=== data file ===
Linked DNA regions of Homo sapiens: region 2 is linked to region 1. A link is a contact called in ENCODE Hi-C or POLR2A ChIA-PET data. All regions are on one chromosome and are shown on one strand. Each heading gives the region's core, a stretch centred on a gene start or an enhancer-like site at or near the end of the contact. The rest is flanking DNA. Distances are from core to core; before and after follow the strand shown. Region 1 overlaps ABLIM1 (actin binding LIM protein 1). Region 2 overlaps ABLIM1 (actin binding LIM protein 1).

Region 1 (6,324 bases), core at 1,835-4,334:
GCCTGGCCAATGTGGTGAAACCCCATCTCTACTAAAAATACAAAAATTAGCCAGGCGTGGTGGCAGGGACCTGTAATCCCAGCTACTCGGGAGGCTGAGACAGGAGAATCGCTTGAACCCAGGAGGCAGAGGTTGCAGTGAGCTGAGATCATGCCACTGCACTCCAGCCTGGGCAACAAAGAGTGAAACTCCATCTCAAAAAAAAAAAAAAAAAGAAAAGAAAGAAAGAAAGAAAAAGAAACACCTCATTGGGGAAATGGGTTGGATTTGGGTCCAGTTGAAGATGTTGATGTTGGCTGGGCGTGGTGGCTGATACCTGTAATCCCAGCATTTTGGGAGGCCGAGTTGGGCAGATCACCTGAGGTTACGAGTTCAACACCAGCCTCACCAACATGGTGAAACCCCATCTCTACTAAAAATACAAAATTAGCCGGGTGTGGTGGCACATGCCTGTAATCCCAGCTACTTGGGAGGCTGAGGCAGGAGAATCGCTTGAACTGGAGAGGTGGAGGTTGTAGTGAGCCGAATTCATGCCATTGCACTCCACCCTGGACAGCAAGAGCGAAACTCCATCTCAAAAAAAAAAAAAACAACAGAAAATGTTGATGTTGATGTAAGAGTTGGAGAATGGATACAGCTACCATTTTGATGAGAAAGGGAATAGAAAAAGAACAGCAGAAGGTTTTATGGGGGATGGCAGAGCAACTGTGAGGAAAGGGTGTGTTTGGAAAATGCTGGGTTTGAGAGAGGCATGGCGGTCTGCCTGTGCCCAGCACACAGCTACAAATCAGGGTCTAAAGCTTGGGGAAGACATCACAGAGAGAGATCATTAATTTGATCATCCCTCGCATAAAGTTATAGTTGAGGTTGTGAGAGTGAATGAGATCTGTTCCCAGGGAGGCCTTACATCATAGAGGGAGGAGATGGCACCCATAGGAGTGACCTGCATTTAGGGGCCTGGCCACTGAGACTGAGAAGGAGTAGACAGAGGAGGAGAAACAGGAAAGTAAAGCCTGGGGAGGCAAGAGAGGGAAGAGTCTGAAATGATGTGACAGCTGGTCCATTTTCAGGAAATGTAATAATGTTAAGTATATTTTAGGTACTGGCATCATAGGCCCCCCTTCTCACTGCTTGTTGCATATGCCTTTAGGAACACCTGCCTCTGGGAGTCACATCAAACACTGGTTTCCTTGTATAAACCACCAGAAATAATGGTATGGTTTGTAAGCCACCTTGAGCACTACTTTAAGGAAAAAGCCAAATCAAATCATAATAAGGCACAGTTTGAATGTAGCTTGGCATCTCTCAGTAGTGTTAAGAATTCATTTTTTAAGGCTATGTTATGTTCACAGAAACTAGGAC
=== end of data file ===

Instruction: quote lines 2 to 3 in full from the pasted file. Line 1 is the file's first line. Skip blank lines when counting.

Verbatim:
Region 1 (6,324 bases), core at 1,835-4,334:
GCCTGGCCAATGTGGTGAAACCCCATCTCTACTAAAAATACAAAAATTAGCCAGGCGTGGTGGCAGGGACCTGTAATCCCAGCTACTCGGGAGGCTGAGACAGGAGAATCGCTTGAACCCAGGAGGCAGAGGTTGCAGTGAGCTGAGATCATGCCACTGCACTCCAGCCTGGGCAACAAAGAGTGAAACTCCATCTCAAAAAAAAAAAAAAAAAGAAAAGAAAGAAAGAAAGAAAAAGAAACACCTCATTGGGGAAATGGGTTGGATTTGGGTCCAGTTGAAGATGTTGATGTTGGCTGGGCGTGGTGGCTGATACCTGTAATCCCAGCATTTTGGGAGGCCGAGTTGGGCAGATCACCTGAGGTTACGAGTTCAACACCAGCCTCACCAACATGGTGAAACCCCATCTCTACTAAAAATACAAAATTAGCCGGGTGTGGTGGCACATGCCTGTAATCCCAGCTACTTGGGAGGCTGAGGCAGGAGAATCGCTTGAACTGGAGAGGTGGAGGTTGTAGTGAGCCGAATTCATGCCATTGCACTCCACCCTGGACAGCAAGAGCGAAACTCCATCTCAAAAAAAAAAAAAACAACAGAAAATGTTGATGTTGATGTAAGAGTTGGAGAATGGATACAGCTACCATTTTGATGAGAAAGGGAATAGAAAAAGAACAGCAGAAGGTTTTATGGGGGATGGCAGAGCAACTGTGAGGAAAGGGTGTGTTTGGAAAATGCTGGGTTTGAGAGAGGCATGGCGGTCTGCCTGTGCCCAGCACACAGCTACAAATCAGGGTCTAAAGCTTGGGGAAGACATCACAGAGAGAGATCATTAATTTGATCATCCCTCGCATAAAGTTATAGTTGAGGTTGTGAGAGTGAATGAGATCTGTTCCCAGGGAGGCCTTACATCATAGAGGGAGGAGATGGCACCCATAGGAGTGACCTGCATTTAGGGGCCTGGCCACTGAGACTGAGAAGGAGTAGACAGAGGAGGAGAAACAGGAAAGTAAAGCCTGGGGAGGCAAGAGAGGGAAGAGTCTGAAATGATGTGACAGCTGGTCCATTTTCAGGAAATGTAATAATGTTAAGTATATTTTAGGTACTGGCATCATAGGCCCCCCTTCTCACTGCTTGTTGCATATGCCTTTAGGAACACCTGCCTCTGGGAGTCACATCAAACACTGGTTTCCTTGTATAAACCACCAGAAATAATGGTATGGTTTGTAAGCCACCTTGAGCACTACTTTAAGGAAAAAGCCAAATCAAATCATAATAAGGCACAGTTTGAATGTAGCTTGGCATCTCTCAGTAGTGTTAAGAATTCATTTTTTAAGGCTATGTTATGTTCACAGAAACTAGGAC